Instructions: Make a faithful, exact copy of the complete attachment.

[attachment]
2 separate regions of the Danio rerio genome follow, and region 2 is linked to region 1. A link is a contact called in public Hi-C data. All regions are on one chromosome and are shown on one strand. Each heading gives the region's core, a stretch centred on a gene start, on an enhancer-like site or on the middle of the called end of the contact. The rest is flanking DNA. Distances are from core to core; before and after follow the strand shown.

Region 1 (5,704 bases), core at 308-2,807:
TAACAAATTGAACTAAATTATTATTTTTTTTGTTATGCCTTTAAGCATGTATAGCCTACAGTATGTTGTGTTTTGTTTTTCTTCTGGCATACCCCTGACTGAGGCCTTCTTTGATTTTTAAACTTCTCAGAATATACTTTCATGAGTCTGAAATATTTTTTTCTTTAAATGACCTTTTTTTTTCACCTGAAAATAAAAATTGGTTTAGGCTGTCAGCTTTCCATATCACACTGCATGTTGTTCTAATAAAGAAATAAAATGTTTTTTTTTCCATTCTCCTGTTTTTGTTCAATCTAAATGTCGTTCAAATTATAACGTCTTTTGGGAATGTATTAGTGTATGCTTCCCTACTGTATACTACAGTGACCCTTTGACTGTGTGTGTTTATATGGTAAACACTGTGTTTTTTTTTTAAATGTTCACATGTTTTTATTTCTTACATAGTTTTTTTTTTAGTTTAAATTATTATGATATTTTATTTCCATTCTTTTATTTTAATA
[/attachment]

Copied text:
2 separate regions of the Danio rerio genome follow, and region 2 is linked to region 1. A link is a contact called in public Hi-C data. All regions are on one chromosome and are shown on one strand. Each heading gives the region's core, a stretch centred on a gene start, on an enhancer-like site or on the middle of the called end of the contact. The rest is flanking DNA. Distances are from core to core; before and after follow the strand shown.

Region 1 (5,704 bases), core at 308-2,807:
TAACAAATTGAACTAAATTATTATTTTTTTTGTTATGCCTTTAAGCATGTATAGCCTACAGTATGTTGTGTTTTGTTTTTCTTCTGGCATACCCCTGACTGAGGCCTTCTTTGATTTTTAAACTTCTCAGAATATACTTTCATGAGTCTGAAATATTTTTTTCTTTAAATGACCTTTTTTTTTCACCTGAAAATAAAAATTGGTTTAGGCTGTCAGCTTTCCATATCACACTGCATGTTGTTCTAATAAAGAAATAAAATGTTTTTTTTTCCATTCTCCTGTTTTTGTTCAATCTAAATGTCGTTCAAATTATAACGTCTTTTGGGAATGTATTAGTGTATGCTTCCCTACTGTATACTACAGTGACCCTTTGACTGTGTGTGTTTATATGGTAAACACTGTGTTTTTTTTTTAAATGTTCACATGTTTTTATTTCTTACATAGTTTTTTTTTTAGTTTAAATTATTATGATATTTTATTTCCATTCTTTTATTTTAATA